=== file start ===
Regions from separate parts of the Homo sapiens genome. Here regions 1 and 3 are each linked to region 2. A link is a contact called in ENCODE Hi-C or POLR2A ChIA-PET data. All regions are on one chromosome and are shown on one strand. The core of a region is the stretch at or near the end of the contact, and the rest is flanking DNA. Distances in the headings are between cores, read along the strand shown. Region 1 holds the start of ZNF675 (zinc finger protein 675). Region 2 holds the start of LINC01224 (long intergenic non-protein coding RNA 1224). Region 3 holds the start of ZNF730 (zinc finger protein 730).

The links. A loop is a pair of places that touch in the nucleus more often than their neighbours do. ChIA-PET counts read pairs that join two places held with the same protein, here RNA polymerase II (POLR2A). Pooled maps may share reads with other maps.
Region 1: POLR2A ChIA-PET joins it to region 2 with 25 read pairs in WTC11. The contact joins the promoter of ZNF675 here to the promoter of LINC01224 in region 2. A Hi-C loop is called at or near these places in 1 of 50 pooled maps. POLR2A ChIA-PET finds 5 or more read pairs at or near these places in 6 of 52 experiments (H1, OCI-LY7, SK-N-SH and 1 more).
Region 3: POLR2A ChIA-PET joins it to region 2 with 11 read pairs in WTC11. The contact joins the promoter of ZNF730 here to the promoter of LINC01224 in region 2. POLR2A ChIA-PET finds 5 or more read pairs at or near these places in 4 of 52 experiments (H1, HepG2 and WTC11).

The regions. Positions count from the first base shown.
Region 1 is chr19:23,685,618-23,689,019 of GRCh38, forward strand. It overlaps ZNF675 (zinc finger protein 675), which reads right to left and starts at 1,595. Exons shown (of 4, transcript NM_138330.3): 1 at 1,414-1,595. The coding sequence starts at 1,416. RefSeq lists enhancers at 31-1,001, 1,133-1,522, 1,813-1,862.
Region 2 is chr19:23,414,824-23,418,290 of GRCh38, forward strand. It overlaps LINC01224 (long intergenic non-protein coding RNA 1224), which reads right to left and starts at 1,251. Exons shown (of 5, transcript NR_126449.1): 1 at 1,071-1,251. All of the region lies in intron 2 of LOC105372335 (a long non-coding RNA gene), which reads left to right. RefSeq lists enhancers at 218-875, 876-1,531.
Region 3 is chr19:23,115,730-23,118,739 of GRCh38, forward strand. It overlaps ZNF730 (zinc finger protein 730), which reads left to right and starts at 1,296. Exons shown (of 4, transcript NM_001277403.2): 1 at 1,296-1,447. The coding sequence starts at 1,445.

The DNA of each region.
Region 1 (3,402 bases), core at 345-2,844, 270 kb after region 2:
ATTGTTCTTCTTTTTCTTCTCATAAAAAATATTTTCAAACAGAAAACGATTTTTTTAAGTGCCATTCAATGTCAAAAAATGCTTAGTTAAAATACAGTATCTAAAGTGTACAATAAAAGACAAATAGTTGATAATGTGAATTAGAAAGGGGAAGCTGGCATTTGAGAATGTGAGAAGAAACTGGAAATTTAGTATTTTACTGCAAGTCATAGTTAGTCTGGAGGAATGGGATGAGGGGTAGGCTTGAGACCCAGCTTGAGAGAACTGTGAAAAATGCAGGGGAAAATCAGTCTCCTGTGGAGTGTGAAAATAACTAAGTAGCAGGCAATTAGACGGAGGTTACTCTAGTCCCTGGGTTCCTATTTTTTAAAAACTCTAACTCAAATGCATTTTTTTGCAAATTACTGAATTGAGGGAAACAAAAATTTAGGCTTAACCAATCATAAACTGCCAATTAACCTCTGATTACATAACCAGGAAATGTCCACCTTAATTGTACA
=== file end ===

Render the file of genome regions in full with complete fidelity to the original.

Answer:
Regions from separate parts of the Homo sapiens genome. Here regions 1 and 3 are each linked to region 2. A link is a contact called in ENCODE Hi-C or POLR2A ChIA-PET data. All regions are on one chromosome and are shown on one strand. The core of a region is the stretch at or near the end of the contact, and the rest is flanking DNA. Distances in the headings are between cores, read along the strand shown. Region 1 holds the start of ZNF675 (zinc finger protein 675). Region 2 holds the start of LINC01224 (long intergenic non-protein coding RNA 1224). Region 3 holds the start of ZNF730 (zinc finger protein 730).

The links. A loop is a pair of places that touch in the nucleus more often than their neighbours do. ChIA-PET counts read pairs that join two places held with the same protein, here RNA polymerase II (POLR2A). Pooled maps may share reads with other maps.
Region 1: POLR2A ChIA-PET joins it to region 2 with 25 read pairs in WTC11. The contact joins the promoter of ZNF675 here to the promoter of LINC01224 in region 2. A Hi-C loop is called at or near these places in 1 of 50 pooled maps. POLR2A ChIA-PET finds 5 or more read pairs at or near these places in 6 of 52 experiments (H1, OCI-LY7, SK-N-SH and 1 more).
Region 3: POLR2A ChIA-PET joins it to region 2 with 11 read pairs in WTC11. The contact joins the promoter of ZNF730 here to the promoter of LINC01224 in region 2. POLR2A ChIA-PET finds 5 or more read pairs at or near these places in 4 of 52 experiments (H1, HepG2 and WTC11).

The regions. Positions count from the first base shown.
Region 1 is chr19:23,685,618-23,689,019 of GRCh38, forward strand. It overlaps ZNF675 (zinc finger protein 675), which reads right to left and starts at 1,595. Exons shown (of 4, transcript NM_138330.3): 1 at 1,414-1,595. The coding sequence starts at 1,416. RefSeq lists enhancers at 31-1,001, 1,133-1,522, 1,813-1,862.
Region 2 is chr19:23,414,824-23,418,290 of GRCh38, forward strand. It overlaps LINC01224 (long intergenic non-protein coding RNA 1224), which reads right to left and starts at 1,251. Exons shown (of 5, transcript NR_126449.1): 1 at 1,071-1,251. All of the region lies in intron 2 of LOC105372335 (a long non-coding RNA gene), which reads left to right. RefSeq lists enhancers at 218-875, 876-1,531.
Region 3 is chr19:23,115,730-23,118,739 of GRCh38, forward strand. It overlaps ZNF730 (zinc finger protein 730), which reads left to right and starts at 1,296. Exons shown (of 4, transcript NM_001277403.2): 1 at 1,296-1,447. The coding sequence starts at 1,445.

The DNA of each region.
Region 1 (3,402 bases), core at 345-2,844, 270 kb after region 2:
ATTGTTCTTCTTTTTCTTCTCATAAAAAATATTTTCAAACAGAAAACGATTTTTTTAAGTGCCATTCAATGTCAAAAAATGCTTAGTTAAAATACAGTATCTAAAGTGTACAATAAAAGACAAATAGTTGATAATGTGAATTAGAAAGGGGAAGCTGGCATTTGAGAATGTGAGAAGAAACTGGAAATTTAGTATTTTACTGCAAGTCATAGTTAGTCTGGAGGAATGGGATGAGGGGTAGGCTTGAGACCCAGCTTGAGAGAACTGTGAAAAATGCAGGGGAAAATCAGTCTCCTGTGGAGTGTGAAAATAACTAAGTAGCAGGCAATTAGACGGAGGTTACTCTAGTCCCTGGGTTCCTATTTTTTAAAAACTCTAACTCAAATGCATTTTTTTGCAAATTACTGAATTGAGGGAAACAAAAATTTAGGCTTAACCAATCATAAACTGCCAATTAACCTCTGATTACATAACCAGGAAATGTCCACCTTAATTGTACA